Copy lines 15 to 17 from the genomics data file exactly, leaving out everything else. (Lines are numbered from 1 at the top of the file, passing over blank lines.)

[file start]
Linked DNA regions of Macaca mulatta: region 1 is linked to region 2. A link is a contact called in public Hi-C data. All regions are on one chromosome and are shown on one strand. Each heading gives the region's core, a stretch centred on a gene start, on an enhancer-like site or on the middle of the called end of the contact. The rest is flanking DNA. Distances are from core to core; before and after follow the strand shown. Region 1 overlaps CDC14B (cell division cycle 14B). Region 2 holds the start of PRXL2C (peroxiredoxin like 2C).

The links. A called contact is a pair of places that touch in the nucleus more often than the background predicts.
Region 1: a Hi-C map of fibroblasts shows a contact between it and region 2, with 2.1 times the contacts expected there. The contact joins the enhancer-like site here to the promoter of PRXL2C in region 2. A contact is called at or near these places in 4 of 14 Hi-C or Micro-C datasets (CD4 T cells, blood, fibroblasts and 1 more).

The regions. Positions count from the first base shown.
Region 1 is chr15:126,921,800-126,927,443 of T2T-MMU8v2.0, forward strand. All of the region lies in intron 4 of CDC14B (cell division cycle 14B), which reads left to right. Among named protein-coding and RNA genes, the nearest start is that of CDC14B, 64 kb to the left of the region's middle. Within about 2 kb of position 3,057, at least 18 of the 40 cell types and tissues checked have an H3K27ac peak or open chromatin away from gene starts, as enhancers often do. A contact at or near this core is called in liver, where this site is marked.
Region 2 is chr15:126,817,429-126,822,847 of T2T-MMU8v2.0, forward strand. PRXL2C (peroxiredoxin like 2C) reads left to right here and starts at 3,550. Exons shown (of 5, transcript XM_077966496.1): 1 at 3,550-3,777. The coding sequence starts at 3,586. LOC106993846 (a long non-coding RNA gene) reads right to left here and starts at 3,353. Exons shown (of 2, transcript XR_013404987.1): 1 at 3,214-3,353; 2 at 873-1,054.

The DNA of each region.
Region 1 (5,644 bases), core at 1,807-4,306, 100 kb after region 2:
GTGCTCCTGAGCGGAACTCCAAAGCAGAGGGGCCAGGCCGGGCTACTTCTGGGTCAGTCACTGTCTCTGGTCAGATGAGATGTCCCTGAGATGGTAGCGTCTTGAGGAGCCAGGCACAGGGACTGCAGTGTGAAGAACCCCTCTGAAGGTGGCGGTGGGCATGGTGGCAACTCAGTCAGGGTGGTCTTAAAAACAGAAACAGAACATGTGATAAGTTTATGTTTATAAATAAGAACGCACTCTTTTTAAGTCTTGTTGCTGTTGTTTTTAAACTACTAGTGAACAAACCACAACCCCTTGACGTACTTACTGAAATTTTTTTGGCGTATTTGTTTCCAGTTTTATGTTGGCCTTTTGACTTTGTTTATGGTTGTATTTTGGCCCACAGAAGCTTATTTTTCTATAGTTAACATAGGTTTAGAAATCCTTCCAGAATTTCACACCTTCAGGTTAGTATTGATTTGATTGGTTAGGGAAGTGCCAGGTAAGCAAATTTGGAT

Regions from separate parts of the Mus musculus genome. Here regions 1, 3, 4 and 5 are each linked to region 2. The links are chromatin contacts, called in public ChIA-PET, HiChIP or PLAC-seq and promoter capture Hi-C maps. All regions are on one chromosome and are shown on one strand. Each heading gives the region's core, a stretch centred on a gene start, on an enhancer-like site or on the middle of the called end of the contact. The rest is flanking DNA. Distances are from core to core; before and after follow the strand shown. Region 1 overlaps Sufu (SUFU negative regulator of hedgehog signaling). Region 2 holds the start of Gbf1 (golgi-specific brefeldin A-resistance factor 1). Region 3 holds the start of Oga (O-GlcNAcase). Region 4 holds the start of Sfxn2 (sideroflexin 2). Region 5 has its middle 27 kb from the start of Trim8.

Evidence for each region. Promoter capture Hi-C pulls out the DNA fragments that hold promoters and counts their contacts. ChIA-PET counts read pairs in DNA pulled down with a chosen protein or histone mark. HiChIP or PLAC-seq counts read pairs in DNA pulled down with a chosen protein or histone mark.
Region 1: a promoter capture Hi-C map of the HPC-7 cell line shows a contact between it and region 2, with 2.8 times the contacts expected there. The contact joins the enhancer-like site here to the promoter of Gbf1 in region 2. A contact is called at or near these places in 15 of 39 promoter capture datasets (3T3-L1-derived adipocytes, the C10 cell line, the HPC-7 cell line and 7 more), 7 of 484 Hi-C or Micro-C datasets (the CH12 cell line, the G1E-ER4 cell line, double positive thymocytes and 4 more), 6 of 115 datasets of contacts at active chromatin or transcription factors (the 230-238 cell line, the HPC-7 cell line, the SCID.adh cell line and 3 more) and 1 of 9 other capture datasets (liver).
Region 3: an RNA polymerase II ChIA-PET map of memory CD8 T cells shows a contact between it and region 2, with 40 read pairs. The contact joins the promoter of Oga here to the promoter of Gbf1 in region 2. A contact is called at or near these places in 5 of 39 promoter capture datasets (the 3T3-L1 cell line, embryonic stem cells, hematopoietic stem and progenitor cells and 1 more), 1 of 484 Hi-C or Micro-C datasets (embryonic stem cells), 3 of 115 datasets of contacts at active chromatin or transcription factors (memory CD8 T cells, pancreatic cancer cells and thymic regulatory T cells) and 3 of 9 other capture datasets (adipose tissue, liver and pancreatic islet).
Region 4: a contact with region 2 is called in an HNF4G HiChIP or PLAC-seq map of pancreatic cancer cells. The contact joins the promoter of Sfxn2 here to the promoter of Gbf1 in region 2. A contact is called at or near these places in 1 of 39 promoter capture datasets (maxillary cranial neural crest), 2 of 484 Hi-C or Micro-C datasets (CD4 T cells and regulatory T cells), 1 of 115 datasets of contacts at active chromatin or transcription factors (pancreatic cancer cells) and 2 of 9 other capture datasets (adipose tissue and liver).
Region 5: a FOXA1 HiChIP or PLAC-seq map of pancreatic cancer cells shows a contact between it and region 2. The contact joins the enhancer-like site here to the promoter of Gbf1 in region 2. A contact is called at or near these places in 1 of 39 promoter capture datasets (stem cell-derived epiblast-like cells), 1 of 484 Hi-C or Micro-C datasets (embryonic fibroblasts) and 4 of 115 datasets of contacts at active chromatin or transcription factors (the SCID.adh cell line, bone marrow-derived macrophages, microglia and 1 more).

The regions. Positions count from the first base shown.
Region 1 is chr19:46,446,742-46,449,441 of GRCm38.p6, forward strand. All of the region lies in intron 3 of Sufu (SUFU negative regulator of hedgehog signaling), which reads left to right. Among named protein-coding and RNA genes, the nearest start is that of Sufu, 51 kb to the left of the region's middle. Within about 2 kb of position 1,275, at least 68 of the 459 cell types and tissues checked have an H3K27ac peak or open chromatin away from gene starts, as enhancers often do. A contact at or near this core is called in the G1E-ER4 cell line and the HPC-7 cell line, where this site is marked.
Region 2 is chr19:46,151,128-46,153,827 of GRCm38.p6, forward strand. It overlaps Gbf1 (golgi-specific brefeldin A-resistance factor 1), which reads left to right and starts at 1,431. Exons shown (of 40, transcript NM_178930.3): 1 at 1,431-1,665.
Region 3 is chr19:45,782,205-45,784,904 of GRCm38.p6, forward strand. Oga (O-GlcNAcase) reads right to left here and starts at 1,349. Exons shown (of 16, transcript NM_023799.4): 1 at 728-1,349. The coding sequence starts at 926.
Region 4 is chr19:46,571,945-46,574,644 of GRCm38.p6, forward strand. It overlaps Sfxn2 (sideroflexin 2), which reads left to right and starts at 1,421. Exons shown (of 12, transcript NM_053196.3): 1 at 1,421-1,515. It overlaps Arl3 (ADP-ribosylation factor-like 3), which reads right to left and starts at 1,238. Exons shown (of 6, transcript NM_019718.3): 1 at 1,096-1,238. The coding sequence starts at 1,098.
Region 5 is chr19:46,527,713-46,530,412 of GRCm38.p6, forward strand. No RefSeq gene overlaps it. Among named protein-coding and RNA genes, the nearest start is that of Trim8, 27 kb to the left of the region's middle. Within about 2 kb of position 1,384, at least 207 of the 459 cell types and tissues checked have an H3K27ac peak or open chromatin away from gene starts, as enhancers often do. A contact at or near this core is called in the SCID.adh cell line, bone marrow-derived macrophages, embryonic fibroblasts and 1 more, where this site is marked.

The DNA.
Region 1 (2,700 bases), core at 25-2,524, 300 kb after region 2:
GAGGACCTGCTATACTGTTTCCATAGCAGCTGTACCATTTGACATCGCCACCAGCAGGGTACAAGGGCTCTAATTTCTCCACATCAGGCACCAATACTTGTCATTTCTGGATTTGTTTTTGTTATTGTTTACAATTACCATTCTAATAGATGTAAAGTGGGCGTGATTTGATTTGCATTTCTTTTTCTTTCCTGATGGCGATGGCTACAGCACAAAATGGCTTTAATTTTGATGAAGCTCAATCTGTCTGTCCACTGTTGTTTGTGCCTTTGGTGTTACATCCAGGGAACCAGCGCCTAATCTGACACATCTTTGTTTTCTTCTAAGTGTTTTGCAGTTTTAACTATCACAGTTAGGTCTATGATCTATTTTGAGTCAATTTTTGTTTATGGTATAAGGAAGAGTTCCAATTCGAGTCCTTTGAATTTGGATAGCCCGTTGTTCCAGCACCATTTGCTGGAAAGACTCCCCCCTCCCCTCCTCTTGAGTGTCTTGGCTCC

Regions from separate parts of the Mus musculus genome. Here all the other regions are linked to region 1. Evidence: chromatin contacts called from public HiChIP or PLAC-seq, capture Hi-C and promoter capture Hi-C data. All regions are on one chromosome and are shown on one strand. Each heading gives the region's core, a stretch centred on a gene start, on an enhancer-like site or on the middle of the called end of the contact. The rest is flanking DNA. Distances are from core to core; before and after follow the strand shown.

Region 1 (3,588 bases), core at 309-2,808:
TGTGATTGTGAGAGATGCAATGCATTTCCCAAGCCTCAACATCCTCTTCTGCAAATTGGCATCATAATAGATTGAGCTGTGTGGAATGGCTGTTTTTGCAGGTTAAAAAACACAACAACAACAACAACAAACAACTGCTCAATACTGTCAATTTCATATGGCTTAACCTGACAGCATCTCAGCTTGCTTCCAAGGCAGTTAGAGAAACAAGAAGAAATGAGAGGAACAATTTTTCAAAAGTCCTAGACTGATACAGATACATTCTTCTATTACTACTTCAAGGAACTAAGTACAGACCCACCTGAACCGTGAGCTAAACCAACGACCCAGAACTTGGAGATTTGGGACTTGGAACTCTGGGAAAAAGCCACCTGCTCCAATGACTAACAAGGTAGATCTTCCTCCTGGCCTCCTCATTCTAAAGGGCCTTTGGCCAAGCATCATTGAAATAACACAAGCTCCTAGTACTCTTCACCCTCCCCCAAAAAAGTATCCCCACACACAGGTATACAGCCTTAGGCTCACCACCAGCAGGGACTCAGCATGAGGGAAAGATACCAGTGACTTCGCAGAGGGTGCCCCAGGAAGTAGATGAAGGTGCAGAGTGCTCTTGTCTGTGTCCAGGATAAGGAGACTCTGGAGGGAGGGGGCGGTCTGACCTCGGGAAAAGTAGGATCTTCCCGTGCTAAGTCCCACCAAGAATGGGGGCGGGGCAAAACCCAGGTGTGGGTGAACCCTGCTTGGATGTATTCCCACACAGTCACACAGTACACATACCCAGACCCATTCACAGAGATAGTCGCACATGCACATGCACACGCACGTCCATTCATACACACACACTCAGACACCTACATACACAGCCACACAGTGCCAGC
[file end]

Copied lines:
Region 5: a FOXA1 HiChIP or PLAC-seq map of pancreatic cancer cells shows a contact between it and region 2. The contact joins the enhancer-like site here to the promoter of Gbf1 in region 2. A contact is called at or near these places in 1 of 39 promoter capture datasets (stem cell-derived epiblast-like cells), 1 of 484 Hi-C or Micro-C datasets (embryonic fibroblasts) and 4 of 115 datasets of contacts at active chromatin or transcription factors (the SCID.adh cell line, bone marrow-derived macrophages, microglia and 1 more).

The regions. Positions count from the first base shown.
Region 1 is chr19:46,446,742-46,449,441 of GRCm38.p6, forward strand. All of the region lies in intron 3 of Sufu (SUFU negative regulator of hedgehog signaling), which reads left to right. Among named protein-coding and RNA genes, the nearest start is that of Sufu, 51 kb to the left of the region's middle. Within about 2 kb of position 1,275, at least 68 of the 459 cell types and tissues checked have an H3K27ac peak or open chromatin away from gene starts, as enhancers often do. A contact at or near this core is called in the G1E-ER4 cell line and the HPC-7 cell line, where this site is marked.